In order for children at Children’s Home to acquire age-appropriate academic skills and knowledge, we guide children by tutoring. There are following facilities and services we have on-campus;

[a] Computer – study program.
This computer system leads children learn math and Japanese according to their academic levels. This facility is at the library.

[b] Tutoring services for elementary school age children.
Children are scheduled study time to do their homework after coming back from school. Children who need/want individual tutoring services are assigned college student volunteers. They are big help for children to catch up with study at school. Those volunteer students are valuable also as good advisors and friends of children. High school age children need extra study in order to get admission for college.

6. Independent living programs

We have vocational training program for children who are going to leave Children’s Home for them to have sufficient living skills. The goals of this program are for them to obtain the skills to live independently, to find job and keep it, and to master the skills to control their emotions.

7. Aftercare services

When children complete high school, children need to leave Children’s Home. This is challenge for children who have not have experience of living by themselves. We provide after-care service for these children. Services include the followings;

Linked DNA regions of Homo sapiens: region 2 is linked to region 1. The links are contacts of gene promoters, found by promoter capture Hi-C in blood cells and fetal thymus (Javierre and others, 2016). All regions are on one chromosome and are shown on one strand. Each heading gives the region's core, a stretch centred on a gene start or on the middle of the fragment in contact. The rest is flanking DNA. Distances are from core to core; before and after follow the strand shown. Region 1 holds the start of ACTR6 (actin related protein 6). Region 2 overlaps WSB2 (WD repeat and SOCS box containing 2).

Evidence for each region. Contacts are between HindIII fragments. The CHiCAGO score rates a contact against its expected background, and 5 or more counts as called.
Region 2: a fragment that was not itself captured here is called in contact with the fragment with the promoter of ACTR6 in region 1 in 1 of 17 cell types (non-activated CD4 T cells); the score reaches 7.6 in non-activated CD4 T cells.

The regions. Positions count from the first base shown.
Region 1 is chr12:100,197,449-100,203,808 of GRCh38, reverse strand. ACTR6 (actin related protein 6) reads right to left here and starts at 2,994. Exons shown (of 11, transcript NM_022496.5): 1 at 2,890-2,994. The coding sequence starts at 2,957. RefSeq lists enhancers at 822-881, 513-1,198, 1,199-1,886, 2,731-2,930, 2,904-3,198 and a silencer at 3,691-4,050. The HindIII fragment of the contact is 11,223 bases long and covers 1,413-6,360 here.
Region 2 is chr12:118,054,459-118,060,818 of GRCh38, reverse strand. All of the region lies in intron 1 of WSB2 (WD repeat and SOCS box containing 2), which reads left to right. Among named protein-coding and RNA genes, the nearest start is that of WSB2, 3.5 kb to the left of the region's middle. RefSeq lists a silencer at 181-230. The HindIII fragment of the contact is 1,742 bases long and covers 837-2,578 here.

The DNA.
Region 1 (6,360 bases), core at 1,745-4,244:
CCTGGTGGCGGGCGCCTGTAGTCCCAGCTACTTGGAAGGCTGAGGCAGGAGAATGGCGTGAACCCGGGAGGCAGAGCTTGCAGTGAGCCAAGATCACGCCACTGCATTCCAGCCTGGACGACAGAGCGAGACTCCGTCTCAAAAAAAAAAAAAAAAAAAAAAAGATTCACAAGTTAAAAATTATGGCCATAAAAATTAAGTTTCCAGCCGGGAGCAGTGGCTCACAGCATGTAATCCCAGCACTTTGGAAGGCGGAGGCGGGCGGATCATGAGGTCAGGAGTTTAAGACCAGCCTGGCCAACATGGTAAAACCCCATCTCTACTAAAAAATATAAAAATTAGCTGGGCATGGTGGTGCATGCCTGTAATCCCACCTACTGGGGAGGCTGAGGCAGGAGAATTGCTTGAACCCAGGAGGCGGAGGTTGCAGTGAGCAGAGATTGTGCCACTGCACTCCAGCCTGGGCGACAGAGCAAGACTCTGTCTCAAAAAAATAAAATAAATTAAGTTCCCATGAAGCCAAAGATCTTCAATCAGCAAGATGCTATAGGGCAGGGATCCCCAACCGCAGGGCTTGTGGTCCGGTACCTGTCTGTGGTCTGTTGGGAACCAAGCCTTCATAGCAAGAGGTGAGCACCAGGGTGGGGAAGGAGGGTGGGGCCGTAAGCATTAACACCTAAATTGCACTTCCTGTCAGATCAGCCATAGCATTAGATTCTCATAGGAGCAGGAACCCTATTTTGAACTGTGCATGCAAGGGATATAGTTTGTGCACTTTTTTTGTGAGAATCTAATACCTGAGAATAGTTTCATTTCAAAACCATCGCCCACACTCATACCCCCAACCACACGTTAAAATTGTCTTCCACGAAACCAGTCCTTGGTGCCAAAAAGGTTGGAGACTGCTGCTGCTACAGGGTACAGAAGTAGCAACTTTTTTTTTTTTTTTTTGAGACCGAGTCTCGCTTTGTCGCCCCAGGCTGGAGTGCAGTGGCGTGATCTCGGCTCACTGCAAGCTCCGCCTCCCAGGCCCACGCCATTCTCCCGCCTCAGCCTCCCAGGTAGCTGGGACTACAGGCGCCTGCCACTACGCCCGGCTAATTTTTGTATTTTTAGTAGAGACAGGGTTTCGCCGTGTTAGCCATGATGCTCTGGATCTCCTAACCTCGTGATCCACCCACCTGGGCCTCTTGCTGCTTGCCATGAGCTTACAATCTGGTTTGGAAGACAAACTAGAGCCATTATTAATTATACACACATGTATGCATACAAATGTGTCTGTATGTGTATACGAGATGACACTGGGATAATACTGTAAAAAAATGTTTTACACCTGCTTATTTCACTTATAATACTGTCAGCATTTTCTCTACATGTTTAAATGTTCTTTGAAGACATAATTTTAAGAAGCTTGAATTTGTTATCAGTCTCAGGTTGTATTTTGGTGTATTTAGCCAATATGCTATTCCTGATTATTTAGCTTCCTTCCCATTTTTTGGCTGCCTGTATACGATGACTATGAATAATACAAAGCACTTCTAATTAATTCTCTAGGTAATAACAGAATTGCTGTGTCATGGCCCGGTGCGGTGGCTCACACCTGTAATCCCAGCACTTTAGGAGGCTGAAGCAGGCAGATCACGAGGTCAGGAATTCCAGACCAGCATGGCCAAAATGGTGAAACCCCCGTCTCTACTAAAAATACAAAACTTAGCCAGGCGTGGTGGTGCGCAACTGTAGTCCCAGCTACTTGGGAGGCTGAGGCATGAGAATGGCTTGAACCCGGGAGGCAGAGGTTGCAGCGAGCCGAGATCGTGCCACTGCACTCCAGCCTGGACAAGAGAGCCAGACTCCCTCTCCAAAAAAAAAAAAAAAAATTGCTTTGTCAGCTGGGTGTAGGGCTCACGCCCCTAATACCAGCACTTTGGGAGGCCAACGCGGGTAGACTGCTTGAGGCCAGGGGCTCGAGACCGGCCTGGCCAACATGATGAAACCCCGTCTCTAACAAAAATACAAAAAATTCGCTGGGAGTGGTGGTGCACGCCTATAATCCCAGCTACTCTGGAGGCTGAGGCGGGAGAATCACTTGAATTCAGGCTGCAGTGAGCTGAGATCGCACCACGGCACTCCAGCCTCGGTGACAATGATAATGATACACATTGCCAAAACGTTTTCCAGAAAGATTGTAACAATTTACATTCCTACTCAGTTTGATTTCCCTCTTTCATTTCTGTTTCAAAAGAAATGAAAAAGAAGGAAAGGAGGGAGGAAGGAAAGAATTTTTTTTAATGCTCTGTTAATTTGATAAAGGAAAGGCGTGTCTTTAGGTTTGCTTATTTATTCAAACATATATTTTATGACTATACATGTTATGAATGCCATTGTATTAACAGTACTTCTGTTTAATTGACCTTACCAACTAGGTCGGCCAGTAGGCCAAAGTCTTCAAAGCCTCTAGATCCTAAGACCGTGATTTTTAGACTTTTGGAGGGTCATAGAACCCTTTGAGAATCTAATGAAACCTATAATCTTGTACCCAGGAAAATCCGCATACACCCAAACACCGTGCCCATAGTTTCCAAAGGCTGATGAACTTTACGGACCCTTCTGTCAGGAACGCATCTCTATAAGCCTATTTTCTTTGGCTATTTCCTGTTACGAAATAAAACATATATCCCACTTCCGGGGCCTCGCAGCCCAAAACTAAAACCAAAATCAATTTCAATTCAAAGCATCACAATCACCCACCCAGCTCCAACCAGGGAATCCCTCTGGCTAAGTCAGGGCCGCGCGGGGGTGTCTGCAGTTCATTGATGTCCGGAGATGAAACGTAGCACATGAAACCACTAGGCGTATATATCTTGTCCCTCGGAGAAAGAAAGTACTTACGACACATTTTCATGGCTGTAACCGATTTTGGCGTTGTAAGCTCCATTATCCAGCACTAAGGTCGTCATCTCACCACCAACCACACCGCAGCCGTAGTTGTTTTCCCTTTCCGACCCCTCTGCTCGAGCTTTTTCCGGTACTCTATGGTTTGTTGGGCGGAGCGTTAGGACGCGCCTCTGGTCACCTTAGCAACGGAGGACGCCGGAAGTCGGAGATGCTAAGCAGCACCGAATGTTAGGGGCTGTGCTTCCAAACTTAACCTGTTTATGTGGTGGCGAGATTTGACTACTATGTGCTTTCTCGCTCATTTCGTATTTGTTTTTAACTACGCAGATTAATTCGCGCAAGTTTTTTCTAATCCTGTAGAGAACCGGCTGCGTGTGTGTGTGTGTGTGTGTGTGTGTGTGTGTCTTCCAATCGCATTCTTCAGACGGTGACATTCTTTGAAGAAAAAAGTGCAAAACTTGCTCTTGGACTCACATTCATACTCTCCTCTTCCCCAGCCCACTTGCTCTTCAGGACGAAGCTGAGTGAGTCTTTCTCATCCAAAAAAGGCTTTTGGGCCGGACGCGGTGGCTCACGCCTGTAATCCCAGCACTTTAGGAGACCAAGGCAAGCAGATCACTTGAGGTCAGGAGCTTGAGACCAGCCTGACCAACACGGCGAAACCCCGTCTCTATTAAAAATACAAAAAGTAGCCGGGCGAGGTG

#Visit their workplaces.
#Support their interpersonal relationships by consultation,
#Build good relationships with employers by sending information about Children’s Home, inviting events at children’s home, and sending newsletter.

For children who go to college, we support them get scholarships. For children who go back to their families, we refer other services including health care service agencies and counseling services.

8. Foster care services

Most children who were maltreated by their parents or need support of welfare usually institutionalized. Using foster care service is not a primary option for children, because of strong value on blood connection in families, which is one of Japanese cultural value. The center for foster care services in Shisei Gakuen Children’s Home was established in 1973. There are two fulltime staffs who are in charge of doing all procedure of foster care services. They select prospective foster/adoptive families, run educational sessions for becoming foster families, and decide foster families after completing registration. We also provide follow-up services for foster families. In Tokyo, we have ten foster care service centers, and one of them is in our agency. Each center is allocated a certain district in Tokyo, and centers are supporting children who are institutionalized and families who are willing to take care of them. Recently, the number of families who are willing to become foster families is decreasing although the number of children who are institutionalized. We are trying to increase the number of families by advocacy.

9. Emergency foster care/Day foster care services

We accept children of single parents for few weeks when they are unable to take care of their children by various reasons. We also accept children of single parents only after school. This service is called ‘twilight stay.’

10. Day care service